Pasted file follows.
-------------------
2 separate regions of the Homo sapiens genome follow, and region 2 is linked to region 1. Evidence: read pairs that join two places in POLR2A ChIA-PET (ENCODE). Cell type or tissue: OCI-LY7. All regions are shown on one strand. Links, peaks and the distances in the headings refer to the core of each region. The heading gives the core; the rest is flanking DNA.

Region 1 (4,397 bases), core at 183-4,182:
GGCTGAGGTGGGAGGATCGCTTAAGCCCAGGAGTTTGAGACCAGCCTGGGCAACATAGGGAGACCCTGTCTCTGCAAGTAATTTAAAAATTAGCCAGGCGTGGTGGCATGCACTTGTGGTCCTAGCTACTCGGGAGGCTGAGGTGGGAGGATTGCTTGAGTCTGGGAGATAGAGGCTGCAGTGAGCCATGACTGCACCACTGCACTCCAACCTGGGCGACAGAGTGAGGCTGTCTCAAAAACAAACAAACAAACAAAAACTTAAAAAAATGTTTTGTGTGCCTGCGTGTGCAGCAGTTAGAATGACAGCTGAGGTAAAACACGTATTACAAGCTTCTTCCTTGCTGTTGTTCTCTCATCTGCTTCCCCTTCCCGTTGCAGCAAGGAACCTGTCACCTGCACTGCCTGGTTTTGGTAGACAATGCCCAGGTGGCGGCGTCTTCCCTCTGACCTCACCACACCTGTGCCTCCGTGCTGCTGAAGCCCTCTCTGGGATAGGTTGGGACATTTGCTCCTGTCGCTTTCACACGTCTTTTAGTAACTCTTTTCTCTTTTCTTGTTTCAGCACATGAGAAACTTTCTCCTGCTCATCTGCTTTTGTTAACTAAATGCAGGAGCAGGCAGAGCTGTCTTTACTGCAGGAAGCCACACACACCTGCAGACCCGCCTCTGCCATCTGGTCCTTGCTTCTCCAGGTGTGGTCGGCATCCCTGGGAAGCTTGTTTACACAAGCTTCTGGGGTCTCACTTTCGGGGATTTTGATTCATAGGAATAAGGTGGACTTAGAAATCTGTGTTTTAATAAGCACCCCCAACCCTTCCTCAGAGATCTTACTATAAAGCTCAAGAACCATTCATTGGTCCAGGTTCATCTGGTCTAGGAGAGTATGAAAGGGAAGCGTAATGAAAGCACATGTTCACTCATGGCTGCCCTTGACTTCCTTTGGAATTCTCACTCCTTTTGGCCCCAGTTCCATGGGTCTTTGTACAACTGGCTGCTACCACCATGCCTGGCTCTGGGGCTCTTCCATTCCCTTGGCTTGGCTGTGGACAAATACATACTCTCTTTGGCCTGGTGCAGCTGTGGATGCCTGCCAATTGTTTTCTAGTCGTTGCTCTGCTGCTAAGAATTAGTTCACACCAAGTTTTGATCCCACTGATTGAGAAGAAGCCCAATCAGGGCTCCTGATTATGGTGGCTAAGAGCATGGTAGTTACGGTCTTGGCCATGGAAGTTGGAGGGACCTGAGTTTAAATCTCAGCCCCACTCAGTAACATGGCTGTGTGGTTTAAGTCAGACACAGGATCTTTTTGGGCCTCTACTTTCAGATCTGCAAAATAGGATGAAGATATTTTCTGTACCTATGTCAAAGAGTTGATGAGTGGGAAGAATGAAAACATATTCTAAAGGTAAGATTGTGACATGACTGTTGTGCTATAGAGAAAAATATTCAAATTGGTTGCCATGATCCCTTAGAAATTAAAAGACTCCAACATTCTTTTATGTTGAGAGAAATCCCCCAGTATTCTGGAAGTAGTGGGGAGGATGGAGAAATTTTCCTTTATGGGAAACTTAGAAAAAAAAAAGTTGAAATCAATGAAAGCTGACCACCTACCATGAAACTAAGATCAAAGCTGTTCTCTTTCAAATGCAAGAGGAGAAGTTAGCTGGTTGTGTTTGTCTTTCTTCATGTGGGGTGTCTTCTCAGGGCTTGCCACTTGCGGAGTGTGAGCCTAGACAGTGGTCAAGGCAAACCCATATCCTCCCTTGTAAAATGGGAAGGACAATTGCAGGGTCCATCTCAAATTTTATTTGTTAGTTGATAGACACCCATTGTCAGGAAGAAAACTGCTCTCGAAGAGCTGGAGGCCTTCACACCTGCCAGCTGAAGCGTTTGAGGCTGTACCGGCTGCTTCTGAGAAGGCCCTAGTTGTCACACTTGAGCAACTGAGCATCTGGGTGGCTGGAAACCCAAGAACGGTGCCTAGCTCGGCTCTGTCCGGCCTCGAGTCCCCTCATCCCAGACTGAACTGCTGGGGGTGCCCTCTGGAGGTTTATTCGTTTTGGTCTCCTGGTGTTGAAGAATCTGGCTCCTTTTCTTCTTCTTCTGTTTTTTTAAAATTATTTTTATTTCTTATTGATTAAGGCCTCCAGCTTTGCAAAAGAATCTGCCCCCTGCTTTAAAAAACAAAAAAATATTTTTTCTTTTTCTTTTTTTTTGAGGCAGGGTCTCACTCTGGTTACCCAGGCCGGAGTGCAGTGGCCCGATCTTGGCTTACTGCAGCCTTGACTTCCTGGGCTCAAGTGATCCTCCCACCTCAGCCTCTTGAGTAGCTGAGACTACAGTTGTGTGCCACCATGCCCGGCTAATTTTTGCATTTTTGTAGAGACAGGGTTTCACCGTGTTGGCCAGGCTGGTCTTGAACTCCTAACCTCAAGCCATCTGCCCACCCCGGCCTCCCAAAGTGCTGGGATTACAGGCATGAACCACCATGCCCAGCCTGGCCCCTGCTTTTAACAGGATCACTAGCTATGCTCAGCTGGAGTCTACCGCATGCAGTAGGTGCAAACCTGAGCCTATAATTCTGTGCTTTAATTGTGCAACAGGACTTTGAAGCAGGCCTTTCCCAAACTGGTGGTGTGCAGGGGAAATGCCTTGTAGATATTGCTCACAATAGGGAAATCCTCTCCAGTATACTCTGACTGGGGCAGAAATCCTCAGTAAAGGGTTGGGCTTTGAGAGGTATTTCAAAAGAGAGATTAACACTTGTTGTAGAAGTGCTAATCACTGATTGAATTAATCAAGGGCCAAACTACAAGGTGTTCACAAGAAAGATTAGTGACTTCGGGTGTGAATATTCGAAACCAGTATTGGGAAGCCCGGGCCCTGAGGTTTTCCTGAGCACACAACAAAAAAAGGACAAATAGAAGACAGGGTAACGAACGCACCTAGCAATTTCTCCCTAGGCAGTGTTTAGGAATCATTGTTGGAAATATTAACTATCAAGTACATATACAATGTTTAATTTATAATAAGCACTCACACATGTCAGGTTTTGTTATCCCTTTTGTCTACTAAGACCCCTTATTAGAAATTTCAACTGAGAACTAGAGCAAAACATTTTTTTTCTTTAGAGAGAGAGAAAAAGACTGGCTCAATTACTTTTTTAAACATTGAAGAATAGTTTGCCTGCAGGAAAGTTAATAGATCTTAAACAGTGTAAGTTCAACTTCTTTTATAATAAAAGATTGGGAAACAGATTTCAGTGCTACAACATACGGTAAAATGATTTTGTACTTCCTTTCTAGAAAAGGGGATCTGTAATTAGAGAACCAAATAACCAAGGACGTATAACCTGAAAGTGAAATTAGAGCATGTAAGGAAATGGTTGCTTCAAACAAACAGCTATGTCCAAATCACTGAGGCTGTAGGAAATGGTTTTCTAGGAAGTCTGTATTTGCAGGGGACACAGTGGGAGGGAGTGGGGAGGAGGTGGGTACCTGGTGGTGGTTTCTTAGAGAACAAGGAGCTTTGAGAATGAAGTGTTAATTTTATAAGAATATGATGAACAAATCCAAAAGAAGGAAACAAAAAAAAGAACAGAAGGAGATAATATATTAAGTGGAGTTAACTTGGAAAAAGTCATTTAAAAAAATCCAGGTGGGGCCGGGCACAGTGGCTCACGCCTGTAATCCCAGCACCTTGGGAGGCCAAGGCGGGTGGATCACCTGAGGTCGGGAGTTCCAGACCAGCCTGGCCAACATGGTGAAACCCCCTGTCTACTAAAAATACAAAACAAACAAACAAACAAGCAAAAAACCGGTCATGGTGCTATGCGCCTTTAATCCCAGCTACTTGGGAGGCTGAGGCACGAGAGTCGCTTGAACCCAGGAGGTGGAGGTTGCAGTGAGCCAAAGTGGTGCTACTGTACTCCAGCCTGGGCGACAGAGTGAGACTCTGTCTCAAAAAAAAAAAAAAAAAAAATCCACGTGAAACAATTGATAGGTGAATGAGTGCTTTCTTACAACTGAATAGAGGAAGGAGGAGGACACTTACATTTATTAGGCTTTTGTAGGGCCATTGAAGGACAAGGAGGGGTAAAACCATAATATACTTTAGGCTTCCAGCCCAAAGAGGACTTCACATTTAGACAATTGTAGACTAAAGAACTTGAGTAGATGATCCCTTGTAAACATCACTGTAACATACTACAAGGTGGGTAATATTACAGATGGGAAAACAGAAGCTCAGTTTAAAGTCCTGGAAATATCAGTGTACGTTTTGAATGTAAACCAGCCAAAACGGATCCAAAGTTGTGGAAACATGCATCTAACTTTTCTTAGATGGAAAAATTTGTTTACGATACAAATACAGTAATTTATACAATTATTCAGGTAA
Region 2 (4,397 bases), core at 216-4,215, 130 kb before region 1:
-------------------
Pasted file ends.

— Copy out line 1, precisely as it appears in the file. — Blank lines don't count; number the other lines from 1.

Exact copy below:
2 separate regions of the Homo sapiens genome follow, and region 2 is linked to region 1. Evidence: read pairs that join two places in POLR2A ChIA-PET (ENCODE). Cell type or tissue: OCI-LY7. All regions are shown on one strand. Links, peaks and the distances in the headings refer to the core of each region. The heading gives the core; the rest is flanking DNA.